Medicines were continued less than two weeks in 38% of those responding, between two and four weeks in 29% of those responding, and greater than four weeks in 33% of those responding. Perioperative testing with a method such as an ultrasound was performed routinely 22% of the time, only in symptomatic patients in 71% of the time, and never used in 7% of the time.
Because there is no absolute way to prevent deep vein thrombosis in a small amount of patients after hip replacement surgery, my philosophy is to minimize the chance of blood clot while also minimizing the inconvenience and expense to the patient.
I think that it is important to differentiate between patients at standard risk of DVT after hip replacement surgery and those at very high risk of blood clot, as I treat them differently.
In those patients at standard risk, I initiate blood thinner medicine the day of surgery by having the hospital staff give the patient warfarin on the morning of surgery. During the surgery I use a hypotensive spinal anesthetic if possible, and minimize blood loss and operative time. The patient is wearing a thigh-high TED stocking on the contralateral leg during the surgery, and a thigh-high TED stocking is placed on the operative leg immediately after surgery. In the recovery room the patient is instructed to do ankle pumps as soon as the spinal anesthetic wears off, and this is encouraged throughout the hospital stay. The morning after surgery the patient stands by the bedside and does toe pumping exercises. Physical and occupational therapy are initiated with the goal of maximizing muscle use (even if the patient is not bearing full weight on the operative leg). INR is monitored throughout the hospitalization, and each day the patient is given a dose of warfarin to try to obtain an INR between 1.7 and 2.0. Once this is achieved, this level of anti-coagulation is continued for between 7 and 10 days. The patient continues to wear the thigh-high TED stockings during this period, and continues leg elevation and ankle pumping when appropriate. The patient takes 160 mg of aspirin per day after the warfarin treatment is completed and this is continued for a minimum of 35 days. Aspirin and warfarin are usually not given together because an increase in bleeding episodes can be seen when combination therapy is given. Discontinuation of the thigh-high TED stockings depends on the swelling any given patient experiences, but are usually worn for 2 –6 weeks.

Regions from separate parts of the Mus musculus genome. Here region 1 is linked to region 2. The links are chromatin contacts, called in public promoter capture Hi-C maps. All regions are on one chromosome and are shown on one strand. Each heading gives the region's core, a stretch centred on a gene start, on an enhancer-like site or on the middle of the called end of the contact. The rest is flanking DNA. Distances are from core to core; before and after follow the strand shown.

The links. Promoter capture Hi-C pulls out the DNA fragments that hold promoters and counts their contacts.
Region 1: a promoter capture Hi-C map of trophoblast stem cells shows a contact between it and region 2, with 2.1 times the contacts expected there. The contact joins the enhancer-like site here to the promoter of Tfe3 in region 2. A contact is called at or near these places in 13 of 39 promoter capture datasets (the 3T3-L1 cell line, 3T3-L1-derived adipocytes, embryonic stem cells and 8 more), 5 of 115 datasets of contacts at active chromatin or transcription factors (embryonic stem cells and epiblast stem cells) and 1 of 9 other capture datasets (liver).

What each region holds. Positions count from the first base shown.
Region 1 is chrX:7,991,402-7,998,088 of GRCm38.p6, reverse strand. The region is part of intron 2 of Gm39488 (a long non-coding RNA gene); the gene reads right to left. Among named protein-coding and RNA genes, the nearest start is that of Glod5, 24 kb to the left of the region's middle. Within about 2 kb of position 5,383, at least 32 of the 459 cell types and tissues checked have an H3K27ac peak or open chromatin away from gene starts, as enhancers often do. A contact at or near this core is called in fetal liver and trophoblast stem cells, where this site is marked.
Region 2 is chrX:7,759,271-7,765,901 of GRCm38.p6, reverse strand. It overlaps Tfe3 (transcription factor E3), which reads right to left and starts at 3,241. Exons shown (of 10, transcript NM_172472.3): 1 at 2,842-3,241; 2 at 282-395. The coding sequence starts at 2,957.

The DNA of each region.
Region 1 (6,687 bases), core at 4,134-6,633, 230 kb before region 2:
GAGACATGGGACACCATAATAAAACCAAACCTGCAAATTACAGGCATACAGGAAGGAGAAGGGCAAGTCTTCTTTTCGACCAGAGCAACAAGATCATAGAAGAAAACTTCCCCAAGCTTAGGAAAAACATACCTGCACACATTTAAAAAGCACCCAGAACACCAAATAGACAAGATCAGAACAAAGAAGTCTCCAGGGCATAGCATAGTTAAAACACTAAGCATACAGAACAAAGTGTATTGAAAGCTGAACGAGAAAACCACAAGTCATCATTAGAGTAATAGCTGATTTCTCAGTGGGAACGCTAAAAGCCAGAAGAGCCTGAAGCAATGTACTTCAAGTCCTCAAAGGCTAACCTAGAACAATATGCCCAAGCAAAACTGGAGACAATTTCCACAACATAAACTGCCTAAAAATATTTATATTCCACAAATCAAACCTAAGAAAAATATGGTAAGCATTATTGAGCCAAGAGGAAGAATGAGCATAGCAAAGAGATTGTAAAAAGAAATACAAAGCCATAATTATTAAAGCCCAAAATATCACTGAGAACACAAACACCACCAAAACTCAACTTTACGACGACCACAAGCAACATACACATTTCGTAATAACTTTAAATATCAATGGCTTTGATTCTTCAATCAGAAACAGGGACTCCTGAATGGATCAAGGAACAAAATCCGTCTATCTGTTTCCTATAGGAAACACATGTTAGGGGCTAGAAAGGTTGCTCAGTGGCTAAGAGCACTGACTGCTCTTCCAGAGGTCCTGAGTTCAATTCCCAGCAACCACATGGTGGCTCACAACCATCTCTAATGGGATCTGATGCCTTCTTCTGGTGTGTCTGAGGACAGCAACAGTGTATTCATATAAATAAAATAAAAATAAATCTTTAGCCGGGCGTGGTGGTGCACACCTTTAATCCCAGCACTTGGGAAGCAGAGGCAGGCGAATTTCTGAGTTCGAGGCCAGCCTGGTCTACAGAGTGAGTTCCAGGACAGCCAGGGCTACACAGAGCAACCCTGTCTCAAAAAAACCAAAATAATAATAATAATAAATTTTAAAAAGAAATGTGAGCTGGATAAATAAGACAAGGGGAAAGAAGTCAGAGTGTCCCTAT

We are vigilant throughout the perioperative periodto monitor for the signs and symptoms of deep vein thrombosis and pulmonary embolus. If any of these signs are present, consideration of an ultrasound test or, if necessary, a lung scan may be the next appropriate step.
In patients with very high risk of blood clot, warfarin therapy is continued for 6 to 12 weeks after surgery. A higher INR (between 2 and 2.5) is usually achieved, and aspirin is not routinely given. Once or twice a week the INR is measured with a blood test. All other aspects of the program are similar in this group.
|Deep Vein Thrombosis||Pulmonary Embolism||Excessive Bleeding|
|Increasing leg pain||Shortness of breath||Excessive bleeding after shaving|
|Swelling that does not decrease with leg elevation||Chest pain that may be worse with deep breaths||Bleeding from the gums|
|Enlargement of the veins near the skin surface||Coughing up blood||Black or red stool|
|Reddish skin color||Rapid heart beat|
|Skin that is warm to the touch||Feeling faint|
It is important for the patient considering hip replacement surgery to understand:
It is important to discuss with your surgeon what he or she suggests to minimize the chance of deep vein thrombosis and pulmonary embolus after your hip surgery. In my opinion, all patients undergoing hip replacement surgery should understand the pros and cons of the different treatments to prevent these complications, and the surgeon should have a well thought out plan for minimizing the risk of deep vein thrombosis.